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RCN launches advanced nurse credentialing after successful pilot

New programme will boost careers of advanced practice nurses.
Credentialing

The RCN is launching its new credentialing programme for nurses working at an advanced level of practice, following a successful five-month trial.

Credentialing will provide formal recognition of high-quality advanced level nursing practice and is part of the college's move to provide a comprehensive career pathway for the profession.

The new accreditation for advanced level nurses, known as the RCN ALNP (advanced level nursing practice), will help ensure patients are confident in their nurse's expertise and experience, and enable nurses to develop and enhance their skills.

Promoting the profession

RCN chief executive Janet Davies said: 'The RCN is nursings professional body and we take seriously our commitment to value, promote and enhance the profession.

'Nursing is constantly developing

The RCN is launching its new credentialing programme for nurses working at an advanced level of practice, following a successful five-month trial.


Credentialing will help nurses to develop their skills. Picture: iStock

Credentialing will provide formal recognition of high-quality advanced level nursing practice and is part of the college's move to provide a comprehensive career pathway for the profession.

The new accreditation for advanced level nurses, known as the RCN ALNP (advanced level nursing practice), will help ensure patients are confident in their nurse's expertise and experience, and enable nurses to develop and enhance their skills.

Promoting the profession

RCN chief executive Janet Davies said: 'The RCN is nursing’s professional body and we take seriously our commitment to value, promote and enhance the profession. 

'Nursing is constantly developing and the RCN’s credentialing programme will help the profession to adapt and recognise the new, complex roles that are emerging.

'This programme will use the RCN’s expertise and unparalleled knowledge of the profession to help nurses develop their careers and give patients and employers confidence in the continuing development of their nursing staff.'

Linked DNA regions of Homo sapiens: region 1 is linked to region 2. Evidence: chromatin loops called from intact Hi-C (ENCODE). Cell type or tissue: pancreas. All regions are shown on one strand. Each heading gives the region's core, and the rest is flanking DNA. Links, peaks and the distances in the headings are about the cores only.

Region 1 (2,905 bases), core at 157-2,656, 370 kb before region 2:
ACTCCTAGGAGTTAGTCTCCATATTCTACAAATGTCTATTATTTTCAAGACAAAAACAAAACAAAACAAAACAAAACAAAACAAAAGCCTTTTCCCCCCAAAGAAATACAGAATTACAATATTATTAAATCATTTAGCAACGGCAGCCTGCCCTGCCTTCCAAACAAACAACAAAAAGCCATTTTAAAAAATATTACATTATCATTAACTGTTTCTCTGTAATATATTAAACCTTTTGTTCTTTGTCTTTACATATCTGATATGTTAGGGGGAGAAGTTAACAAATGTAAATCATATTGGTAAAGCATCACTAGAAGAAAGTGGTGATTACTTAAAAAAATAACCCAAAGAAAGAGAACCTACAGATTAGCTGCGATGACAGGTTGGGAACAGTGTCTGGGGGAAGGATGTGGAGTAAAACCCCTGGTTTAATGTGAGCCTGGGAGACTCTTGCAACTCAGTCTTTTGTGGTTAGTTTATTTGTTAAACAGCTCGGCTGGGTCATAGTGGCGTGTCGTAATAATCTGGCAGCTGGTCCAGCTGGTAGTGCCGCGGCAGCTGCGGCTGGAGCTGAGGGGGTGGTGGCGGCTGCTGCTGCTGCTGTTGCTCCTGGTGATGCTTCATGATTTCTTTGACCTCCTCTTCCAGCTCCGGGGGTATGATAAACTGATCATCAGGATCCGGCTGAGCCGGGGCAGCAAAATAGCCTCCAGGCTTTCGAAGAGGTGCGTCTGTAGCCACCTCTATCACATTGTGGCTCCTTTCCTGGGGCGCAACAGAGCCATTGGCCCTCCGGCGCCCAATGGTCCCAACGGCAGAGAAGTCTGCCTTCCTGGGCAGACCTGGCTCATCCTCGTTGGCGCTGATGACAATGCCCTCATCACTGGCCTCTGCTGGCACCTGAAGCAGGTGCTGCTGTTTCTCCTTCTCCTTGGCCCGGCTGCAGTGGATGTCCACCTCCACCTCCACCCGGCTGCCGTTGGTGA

Nurses will require a relevant master's qualification and non-medical prescribing rights, and be registered with the Nursing and Midwifery Council. 

Transitional arrangements are in place until December 2020, which mean nurses working at advanced level, but who do not hold a full master's qualification, can apply for credentialing through submission of a portfolio of evidence.

Something extra

West Cumberland Hospital advanced clinical practitioner Nicola Holden has now gained the RCN ALNP credential, after recently completing an MSc in advanced clinical practice at the University of Cumbria.

Ms Holden said: 'I felt the credential offered something extra to help me stand out from my peers.

'As I see it, my master's was about learning what I needed to work at an advanced level, but the credential is about showing this knowledge in practice.

'Being on a register of other credentialed nurses is acknowledgement of what I’ve achieved.

'It’s something that will help my skills get noticed and ultimately will improve the career opportunities available to me.'

Accreditation process

To attain the accreditation nurses need to demonstrate their experience, qualifications and competence to a group of expert assessors. 

Successful nurses will receive a badge and certificate and be included on a public-facing directory of advanced nurses.

There will also be opportunities to become an ambassador in advanced practice for the RCN and attend a dedicated annual continuing professional development event.

To find out more go to www.rcn.org.uk/credentialing

'Credentialing instils public confidence in our profession'

Stockport nurse practitioner Amanda Bell has been a nurse for more than 30 years and a nurse practitioner for the past 12. She says she saw gaining the RCN ALNP credential as the next step.

Ms Bell is the only nurse at a busy practice serving more than 12,000 patients, and she says being a nurse practitioner involved a great amount of 'responsibility, self-awareness and competence'.

She adds: 'I treat a variety of patients and there aren’t many things I can’t deal with.

'I started out as an A&E nurse, then became a general practice nurse. I went on to gain my prescribing qualification because I knew I was able to identify medications my patients needed and didn’t want to wait for GPs to sign prescriptions.'

Ms Bell says she took a BSc nurse practitioner course in 2004 because she felt there was 'a big chunk of information missing' from her personal nursing toolkit.

'Gaining the credential all these years after was certainly tough, but having my revalidation files in order meant it was just a case of bringing everything together,' she says.

Ms Bell believes the accreditation is hugely positive for nursing: 'Patients increasingly want know who they are being treated by. The credential helps provide that reassurance for patients and the public of the skill of the nurse treating them.

'It instils public confidence in our profession and is also important for my employers.

'My practice now has a quality mark attached to it, and although they’ve always appreciated the work of nurse practitioners, for nurses out there who are not recognised as practising at that level by their employers, gaining the credential shows the level of care you are able to give.'

Finally, Ms Bell adds that the RCN credential has opened up her career prospects.

'Being able to show I’ve achieved a standard recognised by fellow nurses and employers is welcome recognition of how hard I’ve worked to get where I am, and it will support my future career decisions.'

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